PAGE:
What is the setting (place?)
What is the setting (time?)
the Yukon Gold Rush of the late 1890’s?
based on guesswork
What do you think the setting would lead you to think about man’s frailty in general or man’s place in the universe?
Man’s existence is precarious at best.
What is the significance of the spittle freezing in mid-air?
It is minus 75 degrees Fahrenheit which is life-threatening.
Why does London make an effort to describe the “explosive” crackle-freezing of the spittle?
It demonstrates the man’s lack of perception.
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Man versus Nature
Who is the man’s companion?
What can you say about the man’s judgment?
Arrogance clouds his reasoning.
Does Nature care for man?
Not in the least.
A complex behavior that is rigidly patterned throughout a species and is unlearned.
to dig a hole or tunnel into or under something
Instinctual knowledge is pitted against perpetual knowledge in the story. Which belongs to Nature?
What is a symbol for Nature?
What does “he was not much given to thinking” tell you about the man?
He is not perceptive of the “meaning” of things.
The man is a symbol for
the arrogance of men
Fire is regarded in what way in this story?
Jack London grew up in great
London was raised by a
the cruelty of men toward their brothers.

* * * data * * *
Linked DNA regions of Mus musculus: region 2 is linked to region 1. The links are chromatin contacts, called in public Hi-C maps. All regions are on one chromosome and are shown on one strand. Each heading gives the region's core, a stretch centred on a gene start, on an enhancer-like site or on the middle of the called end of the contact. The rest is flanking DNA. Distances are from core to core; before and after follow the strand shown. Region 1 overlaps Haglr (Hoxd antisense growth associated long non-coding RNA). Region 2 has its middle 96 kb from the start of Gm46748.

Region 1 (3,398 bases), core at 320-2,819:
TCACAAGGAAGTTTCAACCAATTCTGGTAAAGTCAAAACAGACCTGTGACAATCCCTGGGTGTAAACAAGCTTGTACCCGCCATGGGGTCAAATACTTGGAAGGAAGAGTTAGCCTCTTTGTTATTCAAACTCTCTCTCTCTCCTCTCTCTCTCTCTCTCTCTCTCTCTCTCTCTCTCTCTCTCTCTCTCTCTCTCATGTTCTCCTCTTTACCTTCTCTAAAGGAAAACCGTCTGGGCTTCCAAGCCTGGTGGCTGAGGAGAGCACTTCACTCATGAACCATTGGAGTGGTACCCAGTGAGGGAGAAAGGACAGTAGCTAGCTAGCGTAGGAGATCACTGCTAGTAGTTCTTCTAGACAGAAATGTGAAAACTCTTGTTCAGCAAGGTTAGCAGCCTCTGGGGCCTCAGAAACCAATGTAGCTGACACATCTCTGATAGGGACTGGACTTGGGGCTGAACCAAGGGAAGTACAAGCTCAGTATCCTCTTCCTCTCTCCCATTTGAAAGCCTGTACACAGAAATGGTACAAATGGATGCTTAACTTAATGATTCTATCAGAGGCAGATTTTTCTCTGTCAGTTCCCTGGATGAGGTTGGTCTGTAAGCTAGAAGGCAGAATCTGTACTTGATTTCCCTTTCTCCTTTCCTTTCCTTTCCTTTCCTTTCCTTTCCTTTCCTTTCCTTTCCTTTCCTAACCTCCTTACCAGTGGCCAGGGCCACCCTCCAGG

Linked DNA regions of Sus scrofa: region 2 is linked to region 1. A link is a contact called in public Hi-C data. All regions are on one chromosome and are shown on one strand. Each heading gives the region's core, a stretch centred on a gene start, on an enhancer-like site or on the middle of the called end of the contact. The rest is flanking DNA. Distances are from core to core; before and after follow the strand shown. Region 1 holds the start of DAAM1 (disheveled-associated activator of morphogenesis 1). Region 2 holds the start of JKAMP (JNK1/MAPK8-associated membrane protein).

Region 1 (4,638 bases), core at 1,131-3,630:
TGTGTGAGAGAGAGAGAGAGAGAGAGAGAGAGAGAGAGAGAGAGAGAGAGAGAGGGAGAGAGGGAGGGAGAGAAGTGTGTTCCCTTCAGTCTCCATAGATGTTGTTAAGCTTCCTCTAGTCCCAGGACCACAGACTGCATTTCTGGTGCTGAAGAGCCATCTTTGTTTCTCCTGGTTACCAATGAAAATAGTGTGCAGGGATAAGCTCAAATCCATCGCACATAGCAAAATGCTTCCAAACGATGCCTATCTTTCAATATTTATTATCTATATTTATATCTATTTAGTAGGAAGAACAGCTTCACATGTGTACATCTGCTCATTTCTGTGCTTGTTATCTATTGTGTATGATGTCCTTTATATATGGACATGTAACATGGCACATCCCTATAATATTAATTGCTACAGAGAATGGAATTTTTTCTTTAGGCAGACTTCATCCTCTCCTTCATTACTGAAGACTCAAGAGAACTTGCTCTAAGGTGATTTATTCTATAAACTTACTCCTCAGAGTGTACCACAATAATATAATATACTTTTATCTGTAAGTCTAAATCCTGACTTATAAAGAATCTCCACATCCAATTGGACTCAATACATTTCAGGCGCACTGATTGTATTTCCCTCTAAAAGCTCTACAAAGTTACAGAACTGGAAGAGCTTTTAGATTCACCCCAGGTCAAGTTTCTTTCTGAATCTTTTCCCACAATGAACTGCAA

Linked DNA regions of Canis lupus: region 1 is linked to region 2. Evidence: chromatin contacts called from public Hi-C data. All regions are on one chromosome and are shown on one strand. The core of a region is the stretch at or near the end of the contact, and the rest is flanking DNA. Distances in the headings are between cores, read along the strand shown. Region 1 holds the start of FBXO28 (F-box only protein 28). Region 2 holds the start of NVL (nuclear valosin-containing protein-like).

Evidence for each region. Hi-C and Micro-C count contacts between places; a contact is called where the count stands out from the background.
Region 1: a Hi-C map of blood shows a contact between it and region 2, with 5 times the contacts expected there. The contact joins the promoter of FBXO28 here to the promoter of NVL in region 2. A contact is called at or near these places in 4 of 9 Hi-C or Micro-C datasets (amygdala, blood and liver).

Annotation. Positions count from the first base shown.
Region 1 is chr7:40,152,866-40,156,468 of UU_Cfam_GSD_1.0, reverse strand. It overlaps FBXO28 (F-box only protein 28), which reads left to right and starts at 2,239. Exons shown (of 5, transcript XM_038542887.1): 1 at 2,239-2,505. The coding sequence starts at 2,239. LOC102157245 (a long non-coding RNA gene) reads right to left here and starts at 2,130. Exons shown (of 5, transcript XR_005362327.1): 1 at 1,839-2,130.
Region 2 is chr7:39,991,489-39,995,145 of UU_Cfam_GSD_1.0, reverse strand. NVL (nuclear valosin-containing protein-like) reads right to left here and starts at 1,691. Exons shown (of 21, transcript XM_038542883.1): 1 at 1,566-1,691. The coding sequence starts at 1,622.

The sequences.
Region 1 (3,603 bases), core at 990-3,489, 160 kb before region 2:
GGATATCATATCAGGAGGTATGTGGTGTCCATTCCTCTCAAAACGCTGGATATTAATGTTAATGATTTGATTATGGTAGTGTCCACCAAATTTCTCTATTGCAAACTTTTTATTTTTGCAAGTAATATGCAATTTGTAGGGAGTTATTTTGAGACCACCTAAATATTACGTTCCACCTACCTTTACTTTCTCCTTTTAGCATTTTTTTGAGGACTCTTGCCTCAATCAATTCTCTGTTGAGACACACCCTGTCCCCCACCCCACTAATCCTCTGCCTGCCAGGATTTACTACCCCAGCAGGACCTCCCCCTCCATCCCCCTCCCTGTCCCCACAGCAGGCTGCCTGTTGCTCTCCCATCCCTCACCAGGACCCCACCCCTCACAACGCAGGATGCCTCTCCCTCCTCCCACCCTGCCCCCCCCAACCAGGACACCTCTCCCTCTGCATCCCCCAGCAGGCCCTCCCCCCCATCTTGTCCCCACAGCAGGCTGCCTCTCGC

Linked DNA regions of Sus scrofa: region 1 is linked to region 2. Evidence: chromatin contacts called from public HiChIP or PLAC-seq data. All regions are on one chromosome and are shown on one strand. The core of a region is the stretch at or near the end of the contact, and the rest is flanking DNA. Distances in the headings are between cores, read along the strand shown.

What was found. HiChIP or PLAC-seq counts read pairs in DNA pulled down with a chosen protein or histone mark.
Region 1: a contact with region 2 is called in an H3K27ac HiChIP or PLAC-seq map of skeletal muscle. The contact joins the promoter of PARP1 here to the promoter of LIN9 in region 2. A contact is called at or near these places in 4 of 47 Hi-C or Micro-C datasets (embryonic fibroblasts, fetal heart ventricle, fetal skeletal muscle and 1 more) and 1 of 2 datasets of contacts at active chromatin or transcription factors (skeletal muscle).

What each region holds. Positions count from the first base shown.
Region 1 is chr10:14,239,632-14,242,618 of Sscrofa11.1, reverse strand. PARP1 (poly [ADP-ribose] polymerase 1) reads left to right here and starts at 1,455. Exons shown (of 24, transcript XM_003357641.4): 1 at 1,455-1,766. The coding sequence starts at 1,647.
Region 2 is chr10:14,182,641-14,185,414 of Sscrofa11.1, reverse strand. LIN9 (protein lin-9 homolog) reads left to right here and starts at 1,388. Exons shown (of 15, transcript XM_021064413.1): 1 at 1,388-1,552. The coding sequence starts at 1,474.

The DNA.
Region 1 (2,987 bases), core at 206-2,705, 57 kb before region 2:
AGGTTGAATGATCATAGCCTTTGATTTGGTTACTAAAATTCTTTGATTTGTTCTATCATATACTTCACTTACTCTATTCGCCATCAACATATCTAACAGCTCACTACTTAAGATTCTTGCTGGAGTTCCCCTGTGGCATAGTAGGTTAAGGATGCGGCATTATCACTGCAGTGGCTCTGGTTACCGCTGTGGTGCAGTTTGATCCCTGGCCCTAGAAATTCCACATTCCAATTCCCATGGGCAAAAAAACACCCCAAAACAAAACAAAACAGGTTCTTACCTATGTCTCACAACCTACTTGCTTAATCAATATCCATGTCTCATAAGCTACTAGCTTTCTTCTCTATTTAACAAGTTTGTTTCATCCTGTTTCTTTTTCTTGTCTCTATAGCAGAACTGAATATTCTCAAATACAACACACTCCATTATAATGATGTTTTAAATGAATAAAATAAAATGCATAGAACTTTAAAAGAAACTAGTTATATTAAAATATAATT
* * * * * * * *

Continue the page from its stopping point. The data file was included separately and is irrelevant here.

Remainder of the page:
One of the themes of the story regarding the setting
Nature is indifferent to man.
Another theme of the story regarding character flaws in men.
Many men are to arrogant to perceive the truth of his existence.
Why are the men in the Yukon?
The search for quick riches.
Why is the search for quick riches a bad thing?
It leads to placing money as the goal instead of building something or accomplishing a goal and thereby “earning” wealth as a consequence of one’s primary goal.
Who or what is the antagonist in the story?
the weather or the extreme cold of the place.
What does the narrator say is the man’s problem?
He is without imagination.
What is the POV of the story?
The narrator is limited-
big, destructive fire
occurring within the mind of a character
occurring between a character and society, nature, another person, God, or Fate.
“To Build a Fire”
Along the Yukon River in the frozen northern wilderness, an inexperienced but confident prospector and his work dog make a long and dangerous journey on foot toward a camp. The temperature is far colder than the man thinks, too cold for a solitary journey. That is his first mistake. His second mistake- building a fire in the wrong spot- proves fatal. Through nature is the antagonist of this tale, the man’s own over confidence contributes to his downfall. The dog, sensing the danger of their predicament from the start, still stays with the man until the very end. Then its instincts direct it on toward the camp, where other food and fire providers are to be found.